Chinese electronics giant TCL plans to start selling smartphones in the US under its own brand, the latest move in a string of attempts by Chinese phone makers to build a foothold in the West.
In an interview with Chris Larson, vice president of TCL North America, Larson said the company plans to launch official TCL phones in the US later this year, though he declined to give a specific time frame.
TCL already has some standing in the US using the Alcatel brand, with which it sells affordable phones. It acquired similar licensing rights from former mobile titan BlackBerry last December, and has manufactured a handful of BlackBerry-branded phones over the past year.
The company is also sitting on the rights to the Palm name, another once-popular phone brand, though it has yet to apply that to any devices. More recently, Android Authority, a blog that covers Android, reported that TCL is making a phone that will be branded by T-Mobile. (The company declined to comment on that.)
TCL already markets a variety of phones under its own brand in China, Europe, and various emerging markets. Some of those phones have been rebranded for sale in the US; last year, for instance, its higher-end TCL 950 phone was made over to become the BlackBerry DTEK60.
Exactly what the new TCL phones will look like is unclear, but Larsson broadly said they will feature a “whole new design” compared to the company’s existing phones overseas. He also hinted that they would likely fit in the “mid- to upper-mid-range” side of the market, price- and feature-wise, where TCL normally does its business.
According to research firm IDC, TCL had the fifth-highest smartphone market share in North America in 2016, with 10.9 million phones shipped through its various brands. Worldwide, it ranked tenth, with 32.9 million units shipments. But the company says its global shipments fell 39% in the first quarter of 2017, per Bloomberg.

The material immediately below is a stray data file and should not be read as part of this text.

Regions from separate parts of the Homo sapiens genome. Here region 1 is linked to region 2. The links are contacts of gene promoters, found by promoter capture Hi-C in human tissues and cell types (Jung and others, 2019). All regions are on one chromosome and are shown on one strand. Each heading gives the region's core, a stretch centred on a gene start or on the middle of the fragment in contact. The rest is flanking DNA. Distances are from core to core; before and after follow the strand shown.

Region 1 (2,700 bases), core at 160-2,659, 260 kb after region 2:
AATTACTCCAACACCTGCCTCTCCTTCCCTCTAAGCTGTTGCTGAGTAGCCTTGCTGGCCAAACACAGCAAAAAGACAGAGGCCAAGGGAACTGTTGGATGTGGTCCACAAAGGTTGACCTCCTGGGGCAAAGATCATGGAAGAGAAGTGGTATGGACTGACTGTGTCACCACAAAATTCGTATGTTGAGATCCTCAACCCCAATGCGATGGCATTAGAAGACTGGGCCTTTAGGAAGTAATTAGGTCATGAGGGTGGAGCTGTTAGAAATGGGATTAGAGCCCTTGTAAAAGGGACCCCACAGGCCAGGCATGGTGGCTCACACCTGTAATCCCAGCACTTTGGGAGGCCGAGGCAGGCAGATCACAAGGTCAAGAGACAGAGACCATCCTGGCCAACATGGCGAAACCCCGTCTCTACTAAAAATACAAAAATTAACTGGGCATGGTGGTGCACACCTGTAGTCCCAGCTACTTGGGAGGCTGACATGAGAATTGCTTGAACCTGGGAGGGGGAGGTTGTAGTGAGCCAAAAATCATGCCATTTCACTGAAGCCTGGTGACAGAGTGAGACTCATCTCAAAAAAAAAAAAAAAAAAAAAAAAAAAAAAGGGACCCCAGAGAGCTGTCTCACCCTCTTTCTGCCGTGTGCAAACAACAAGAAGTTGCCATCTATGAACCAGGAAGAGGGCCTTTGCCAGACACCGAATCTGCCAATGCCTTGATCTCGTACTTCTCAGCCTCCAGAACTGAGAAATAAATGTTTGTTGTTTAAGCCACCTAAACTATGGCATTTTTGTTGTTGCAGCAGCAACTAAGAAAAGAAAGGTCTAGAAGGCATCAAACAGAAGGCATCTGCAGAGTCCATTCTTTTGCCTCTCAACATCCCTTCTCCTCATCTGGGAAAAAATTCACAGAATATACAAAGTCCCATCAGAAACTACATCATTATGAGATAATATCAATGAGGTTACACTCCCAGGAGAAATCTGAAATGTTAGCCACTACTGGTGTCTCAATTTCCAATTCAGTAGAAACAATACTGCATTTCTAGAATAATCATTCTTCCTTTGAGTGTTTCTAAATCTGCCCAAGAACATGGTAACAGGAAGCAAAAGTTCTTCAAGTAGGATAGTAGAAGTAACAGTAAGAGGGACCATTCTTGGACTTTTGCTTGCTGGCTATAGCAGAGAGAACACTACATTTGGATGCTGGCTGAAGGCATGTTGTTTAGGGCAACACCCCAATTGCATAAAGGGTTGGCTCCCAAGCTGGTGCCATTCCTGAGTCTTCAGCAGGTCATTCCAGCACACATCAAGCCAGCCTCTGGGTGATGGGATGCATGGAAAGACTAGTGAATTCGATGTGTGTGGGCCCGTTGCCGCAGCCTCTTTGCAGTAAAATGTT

A crowded field
TCL’s phone business is already swimming in a crowded pool of Chinese firms competing for market share in the shadow of Apple and Samsung. The likes of ZTE, OnePlus, LeEco, and Huawei’s Honour sub-brand all sell mostly affordable phones through online stores today.
Some of those have found success — ZTE has made meaningful gains and built relationships with certain carriers (though it briefly faced trade sanctions from the US government earlier this year), and OnePlus has built a reputation for quality affordable hardware. Lenovo has some standing through its Motorola legacy brand as well. But others, like LeEco and Honour, have had a harder time making thing work.
The competition has generally resulted in an increase in quality among affordable phones for consumers, but few of the companies involved have managed to become a widely-known entity in the US. That’s not to mention more established names like HTC and Sony, which have fallen further behind in recent years.
The move would seem to put TCL at odds with its own sub-brands. But past comments from TCL’s North American boss Steve Cistulli and other execs have pointed to a strategy where the company tries to use its various brands to cover different niches — the KeyOne is for keyboard lovers, Alcatel phones are for budget buyers, and so on.
Building on the Roku TV
TCL’s main consumer electronics business is TVs, and it’s there where the company does have some standing in the US today. Larsson said the company sold 1.8 million TVs in the US last year, most of which came through its status of manufacturer of the “Roku TV” brand of smart TVs. Worldwide, Larsson said TCL sold “about 20 million” TVs last year — enough to put it third in global market share, behind Samsung and LG.
Larsson said the company has tried finding a way to make its phones work more harmoniously with those TVs, but that it’s struggled to integrate the two thus far.
In any case, TCL still has a steep road ahead of it to make inroads with the major mobile carriers, which dominate the purchasing process for most smartphone buyers in the US. Alcatel and BlackBerry have already helped with that to an extent, but most of its partnerships are through those carriers’ prepaid brands.
Nevertheless, the move should give Android users another option to choose from, and further TCL’s multi-pronged attack on the US.